Hollywood is basically a memoir in novel form as far as I can tell.  In in 1980’s after a life of hard living and heavy drinking, poet Charles Bukowski was asked to write an original screenplay which eventually became the Mickey Rourke/Faye Dunaway film Barfly.  Few people were more surprised by this than Mr. Bukowski.

Hollywood is a slightly fictionalized account of the time he spent working on the screen play, making the movie and enduring the publicity after its release.  During this time Bukowski was still drinking amounts of wine so large I can only imagine, though his recent marriage had moved him away from the really  heavy drinking of his youth.  That he lived long enough to reach 65 years is kind of amazing.

He seems to think so, too.

He treats the entire Hollywood experience with a bemused sense of not really detachment, maybe wonder, an appreciation for the surreal.  I always had the feeling that he can’t quite believe what’s happening, but that he’s spent so much of his life in that state of mind that he was basically used to it.  Wonder mixed with a little disgust.

The phone rang everyday.  People wanted to interview the writer. I never realized that there were so many movie magazines or magazines interested in the movies.  It was a sickness: this great interest in a medium that relentlessly and consistently failed, time after time after time, to produce anything at all.  People became so used to seeing shit on film that they no longer realized it was shit.

Most of the books deals with various attempts to find funding for production which turns out to be the most time-consuming and important aspect of movie-making.  Few companies are interesting in making a movie about a couple of drunks, so Bukowski and his producer end up working with less than reputable people.  The names are all slightly changed, which makes figuring out who is really who part of the fun.  Bukowski changes the names a little so it’s never too difficult to figure out whom he is really talking about.

While I can’t say that I really learned anything profound about movie making from Hollywood, I did have a very good time.  I expect that I will be reading more by Charles Bukowski.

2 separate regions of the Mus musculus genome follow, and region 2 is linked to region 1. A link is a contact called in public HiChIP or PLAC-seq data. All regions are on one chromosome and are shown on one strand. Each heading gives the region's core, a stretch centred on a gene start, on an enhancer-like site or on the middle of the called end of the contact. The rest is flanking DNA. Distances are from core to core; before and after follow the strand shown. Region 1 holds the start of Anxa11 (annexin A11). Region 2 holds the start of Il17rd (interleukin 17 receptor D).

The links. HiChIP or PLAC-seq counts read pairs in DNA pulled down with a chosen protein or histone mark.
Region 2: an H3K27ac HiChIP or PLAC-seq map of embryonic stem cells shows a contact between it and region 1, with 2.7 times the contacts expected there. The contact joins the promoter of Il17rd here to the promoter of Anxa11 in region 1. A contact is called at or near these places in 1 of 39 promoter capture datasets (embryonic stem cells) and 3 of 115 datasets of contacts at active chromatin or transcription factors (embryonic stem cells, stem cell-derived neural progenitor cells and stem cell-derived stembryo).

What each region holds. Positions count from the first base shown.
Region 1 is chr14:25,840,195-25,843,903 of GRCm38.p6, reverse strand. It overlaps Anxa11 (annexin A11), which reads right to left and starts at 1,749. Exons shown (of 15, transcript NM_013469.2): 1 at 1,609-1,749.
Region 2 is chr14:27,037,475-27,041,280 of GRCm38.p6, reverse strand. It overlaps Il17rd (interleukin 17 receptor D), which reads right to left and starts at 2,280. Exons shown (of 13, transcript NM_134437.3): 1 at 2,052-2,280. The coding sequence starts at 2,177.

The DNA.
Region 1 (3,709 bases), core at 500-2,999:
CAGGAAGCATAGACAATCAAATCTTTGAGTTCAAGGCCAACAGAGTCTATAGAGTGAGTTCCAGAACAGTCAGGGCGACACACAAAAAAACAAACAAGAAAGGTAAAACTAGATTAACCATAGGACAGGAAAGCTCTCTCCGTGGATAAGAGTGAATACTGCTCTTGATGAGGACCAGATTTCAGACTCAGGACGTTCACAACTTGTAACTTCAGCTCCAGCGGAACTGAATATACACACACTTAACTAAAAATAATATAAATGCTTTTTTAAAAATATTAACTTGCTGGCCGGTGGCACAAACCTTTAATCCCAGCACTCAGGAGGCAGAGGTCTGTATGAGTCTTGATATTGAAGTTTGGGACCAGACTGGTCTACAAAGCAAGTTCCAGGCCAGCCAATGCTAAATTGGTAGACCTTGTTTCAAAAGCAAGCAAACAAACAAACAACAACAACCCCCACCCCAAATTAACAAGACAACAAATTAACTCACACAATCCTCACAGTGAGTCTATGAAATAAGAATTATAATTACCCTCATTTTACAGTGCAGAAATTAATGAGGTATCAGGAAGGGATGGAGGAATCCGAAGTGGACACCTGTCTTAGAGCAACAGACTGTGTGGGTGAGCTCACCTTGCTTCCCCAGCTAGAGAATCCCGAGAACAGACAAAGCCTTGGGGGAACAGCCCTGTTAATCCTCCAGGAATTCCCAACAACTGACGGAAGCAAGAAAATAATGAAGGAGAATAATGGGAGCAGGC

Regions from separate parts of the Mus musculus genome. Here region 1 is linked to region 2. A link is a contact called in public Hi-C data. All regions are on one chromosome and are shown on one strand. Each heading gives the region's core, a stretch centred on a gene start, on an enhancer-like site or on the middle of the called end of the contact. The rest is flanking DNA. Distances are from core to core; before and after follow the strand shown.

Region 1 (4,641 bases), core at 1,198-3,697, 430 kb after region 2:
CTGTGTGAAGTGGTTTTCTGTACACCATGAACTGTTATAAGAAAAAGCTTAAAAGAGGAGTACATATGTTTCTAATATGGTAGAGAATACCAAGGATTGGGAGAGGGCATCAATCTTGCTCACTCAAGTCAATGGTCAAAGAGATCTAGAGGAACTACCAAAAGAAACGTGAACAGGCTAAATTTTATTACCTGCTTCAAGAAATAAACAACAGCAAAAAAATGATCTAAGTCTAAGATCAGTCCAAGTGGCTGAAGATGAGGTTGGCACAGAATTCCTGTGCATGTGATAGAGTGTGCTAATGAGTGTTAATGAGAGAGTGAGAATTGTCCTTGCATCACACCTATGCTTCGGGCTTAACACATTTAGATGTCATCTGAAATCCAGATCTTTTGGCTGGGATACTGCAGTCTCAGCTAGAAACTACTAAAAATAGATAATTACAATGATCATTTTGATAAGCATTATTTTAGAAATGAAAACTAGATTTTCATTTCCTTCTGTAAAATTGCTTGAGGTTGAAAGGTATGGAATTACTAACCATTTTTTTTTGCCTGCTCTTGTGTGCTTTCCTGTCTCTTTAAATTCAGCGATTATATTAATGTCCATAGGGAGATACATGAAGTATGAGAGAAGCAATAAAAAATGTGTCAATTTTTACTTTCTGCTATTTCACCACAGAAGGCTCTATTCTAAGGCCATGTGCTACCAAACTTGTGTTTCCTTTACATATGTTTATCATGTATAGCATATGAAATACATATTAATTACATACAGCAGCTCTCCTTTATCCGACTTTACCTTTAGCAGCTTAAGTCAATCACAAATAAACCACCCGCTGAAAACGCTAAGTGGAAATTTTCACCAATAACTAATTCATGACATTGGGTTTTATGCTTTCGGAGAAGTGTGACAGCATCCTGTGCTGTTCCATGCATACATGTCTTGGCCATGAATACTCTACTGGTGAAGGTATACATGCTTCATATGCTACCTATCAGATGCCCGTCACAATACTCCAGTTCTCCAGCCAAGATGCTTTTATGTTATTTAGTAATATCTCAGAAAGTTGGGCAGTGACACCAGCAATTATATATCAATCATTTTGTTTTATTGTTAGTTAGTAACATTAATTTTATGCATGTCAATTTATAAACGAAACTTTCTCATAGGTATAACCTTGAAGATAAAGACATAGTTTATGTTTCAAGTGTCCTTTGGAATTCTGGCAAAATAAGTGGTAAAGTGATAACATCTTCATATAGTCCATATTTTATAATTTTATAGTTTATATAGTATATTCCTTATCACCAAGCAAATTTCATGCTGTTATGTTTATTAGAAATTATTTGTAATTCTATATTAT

Posted in American Fiction, Book Review, California, Fiction, Novel | Tagged , , , , | 4 Comments

Jessica Mitford vs. H.L. Mencken–A Deal Me In Short Story Challenge

menckenYou can’t go wrong with either Jessica Mitford or H.L. Mencken so this was a very lucky draw for me.  Actually, I stacked the deck a bit for this my second round with the Deal Me In Short Story Challenge, lots of Mitford and lots of Mencken in my current deck.  This match up was bound to happen.

I drew Jessica Mitford’s 1961 essay “Proceed with Caution”  about what it’s like to drive cross-country in America.  Mitford brings an outsider’s perspective to this topic which makes for a charming little piece.  While she doesn’t reveal anything terribly insightful about American life, she does present a pretty darn accurate idea of what it was like to drive our highways in 1961.  I’m guessing it’s accurate since it was a few years before my time because it sounds like the road trips I remember from my own childhood.

Nothing in your previous experience will have prepared you for the turnpikes, freeways, thruways, skyways you will encounter in America–particularly if you are, as I was, a Londoner.  The actual sensation of highway driving in America is that of traffic whizzing slowly.  This contradiction is achieved  by getting up to the legal limit (50, 70 or 80, depending on the state) and staying there–which is precisely what every other car is doing. For hours and hours you drive at this speed, with no necessity for slowing, accelerating, or changing gear–you are alone on your track, like Yuri Gagarin in his space capsule.

Yes, she is talking about driving the highways of the American West.  Sounds just like I-5 to me.  I’ve only driven the highways in France and Portugal, but neither of these really compared with those here in the U.S.  We do road trips like no one else.  It takes a long road to cross a big country.

Mencken’s essay was much more esoteric,  “The Criticism of Criticism of Criticism.”  Written I 1919, Mencken gives a very entertaining overview of the state of artistic criticism which was caught up in a debate over the purpose of both art and criticism.  Should art be instructive, moralistic in nature and how should the critic respond to art that is not so moral.   This question really isn’t that far from what so many people argue about today when they question how inclusive various art forms are.  The moral issues that interest us  are not exactly the same ones that interested critics and artists in 1919, but they’re similar enough to make Mencken’s essay relevant.